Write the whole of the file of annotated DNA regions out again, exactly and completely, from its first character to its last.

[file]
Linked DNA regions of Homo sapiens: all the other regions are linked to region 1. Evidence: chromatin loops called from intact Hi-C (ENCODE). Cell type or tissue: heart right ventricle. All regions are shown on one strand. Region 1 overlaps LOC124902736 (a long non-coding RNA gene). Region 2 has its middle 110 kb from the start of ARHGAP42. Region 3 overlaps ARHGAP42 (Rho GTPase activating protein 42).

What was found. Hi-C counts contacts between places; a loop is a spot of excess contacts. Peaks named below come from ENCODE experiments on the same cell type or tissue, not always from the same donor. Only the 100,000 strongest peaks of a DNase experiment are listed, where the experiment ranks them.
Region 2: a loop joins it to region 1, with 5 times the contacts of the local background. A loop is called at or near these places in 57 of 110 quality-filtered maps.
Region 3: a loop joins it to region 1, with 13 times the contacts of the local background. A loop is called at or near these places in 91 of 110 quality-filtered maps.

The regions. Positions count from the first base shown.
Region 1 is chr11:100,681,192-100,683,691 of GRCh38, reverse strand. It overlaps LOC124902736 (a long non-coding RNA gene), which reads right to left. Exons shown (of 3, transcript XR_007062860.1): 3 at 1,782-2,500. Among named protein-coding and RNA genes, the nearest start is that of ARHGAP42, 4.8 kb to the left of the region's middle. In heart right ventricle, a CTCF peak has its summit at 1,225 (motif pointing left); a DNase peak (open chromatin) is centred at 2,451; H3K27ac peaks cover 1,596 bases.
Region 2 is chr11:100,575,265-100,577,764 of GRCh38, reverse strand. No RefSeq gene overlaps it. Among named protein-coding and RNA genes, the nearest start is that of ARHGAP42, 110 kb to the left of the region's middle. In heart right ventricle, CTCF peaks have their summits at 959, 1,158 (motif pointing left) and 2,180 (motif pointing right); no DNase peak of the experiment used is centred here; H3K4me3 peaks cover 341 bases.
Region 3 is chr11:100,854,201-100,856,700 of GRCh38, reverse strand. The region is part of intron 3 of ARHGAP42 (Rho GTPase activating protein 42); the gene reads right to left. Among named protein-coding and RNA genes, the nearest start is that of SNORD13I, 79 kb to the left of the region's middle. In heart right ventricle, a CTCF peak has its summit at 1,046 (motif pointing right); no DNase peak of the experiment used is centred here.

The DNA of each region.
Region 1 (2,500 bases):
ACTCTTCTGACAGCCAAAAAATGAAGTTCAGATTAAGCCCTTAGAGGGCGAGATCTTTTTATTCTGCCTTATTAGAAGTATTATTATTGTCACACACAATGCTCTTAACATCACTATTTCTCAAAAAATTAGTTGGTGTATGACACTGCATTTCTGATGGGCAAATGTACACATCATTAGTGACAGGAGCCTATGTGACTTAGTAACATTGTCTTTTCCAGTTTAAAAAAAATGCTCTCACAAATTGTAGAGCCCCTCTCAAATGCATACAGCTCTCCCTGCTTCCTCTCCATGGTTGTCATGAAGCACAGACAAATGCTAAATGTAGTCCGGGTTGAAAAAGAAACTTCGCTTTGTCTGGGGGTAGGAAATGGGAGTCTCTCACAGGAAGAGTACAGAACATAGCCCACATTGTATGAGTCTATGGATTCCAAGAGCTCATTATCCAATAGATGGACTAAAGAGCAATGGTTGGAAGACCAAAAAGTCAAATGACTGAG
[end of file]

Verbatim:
Linked DNA regions of Homo sapiens: all the other regions are linked to region 1. Evidence: chromatin loops called from intact Hi-C (ENCODE). Cell type or tissue: heart right ventricle. All regions are shown on one strand. Region 1 overlaps LOC124902736 (a long non-coding RNA gene). Region 2 has its middle 110 kb from the start of ARHGAP42. Region 3 overlaps ARHGAP42 (Rho GTPase activating protein 42).

What was found. Hi-C counts contacts between places; a loop is a spot of excess contacts. Peaks named below come from ENCODE experiments on the same cell type or tissue, not always from the same donor. Only the 100,000 strongest peaks of a DNase experiment are listed, where the experiment ranks them.
Region 2: a loop joins it to region 1, with 5 times the contacts of the local background. A loop is called at or near these places in 57 of 110 quality-filtered maps.
Region 3: a loop joins it to region 1, with 13 times the contacts of the local background. A loop is called at or near these places in 91 of 110 quality-filtered maps.

The regions. Positions count from the first base shown.
Region 1 is chr11:100,681,192-100,683,691 of GRCh38, reverse strand. It overlaps LOC124902736 (a long non-coding RNA gene), which reads right to left. Exons shown (of 3, transcript XR_007062860.1): 3 at 1,782-2,500. Among named protein-coding and RNA genes, the nearest start is that of ARHGAP42, 4.8 kb to the left of the region's middle. In heart right ventricle, a CTCF peak has its summit at 1,225 (motif pointing left); a DNase peak (open chromatin) is centred at 2,451; H3K27ac peaks cover 1,596 bases.
Region 2 is chr11:100,575,265-100,577,764 of GRCh38, reverse strand. No RefSeq gene overlaps it. Among named protein-coding and RNA genes, the nearest start is that of ARHGAP42, 110 kb to the left of the region's middle. In heart right ventricle, CTCF peaks have their summits at 959, 1,158 (motif pointing left) and 2,180 (motif pointing right); no DNase peak of the experiment used is centred here; H3K4me3 peaks cover 341 bases.
Region 3 is chr11:100,854,201-100,856,700 of GRCh38, reverse strand. The region is part of intron 3 of ARHGAP42 (Rho GTPase activating protein 42); the gene reads right to left. Among named protein-coding and RNA genes, the nearest start is that of SNORD13I, 79 kb to the left of the region's middle. In heart right ventricle, a CTCF peak has its summit at 1,046 (motif pointing right); no DNase peak of the experiment used is centred here.

The DNA of each region.
Region 1 (2,500 bases):
ACTCTTCTGACAGCCAAAAAATGAAGTTCAGATTAAGCCCTTAGAGGGCGAGATCTTTTTATTCTGCCTTATTAGAAGTATTATTATTGTCACACACAATGCTCTTAACATCACTATTTCTCAAAAAATTAGTTGGTGTATGACACTGCATTTCTGATGGGCAAATGTACACATCATTAGTGACAGGAGCCTATGTGACTTAGTAACATTGTCTTTTCCAGTTTAAAAAAAATGCTCTCACAAATTGTAGAGCCCCTCTCAAATGCATACAGCTCTCCCTGCTTCCTCTCCATGGTTGTCATGAAGCACAGACAAATGCTAAATGTAGTCCGGGTTGAAAAAGAAACTTCGCTTTGTCTGGGGGTAGGAAATGGGAGTCTCTCACAGGAAGAGTACAGAACATAGCCCACATTGTATGAGTCTATGGATTCCAAGAGCTCATTATCCAATAGATGGACTAAAGAGCAATGGTTGGAAGACCAAAAAGTCAAATGACTGAG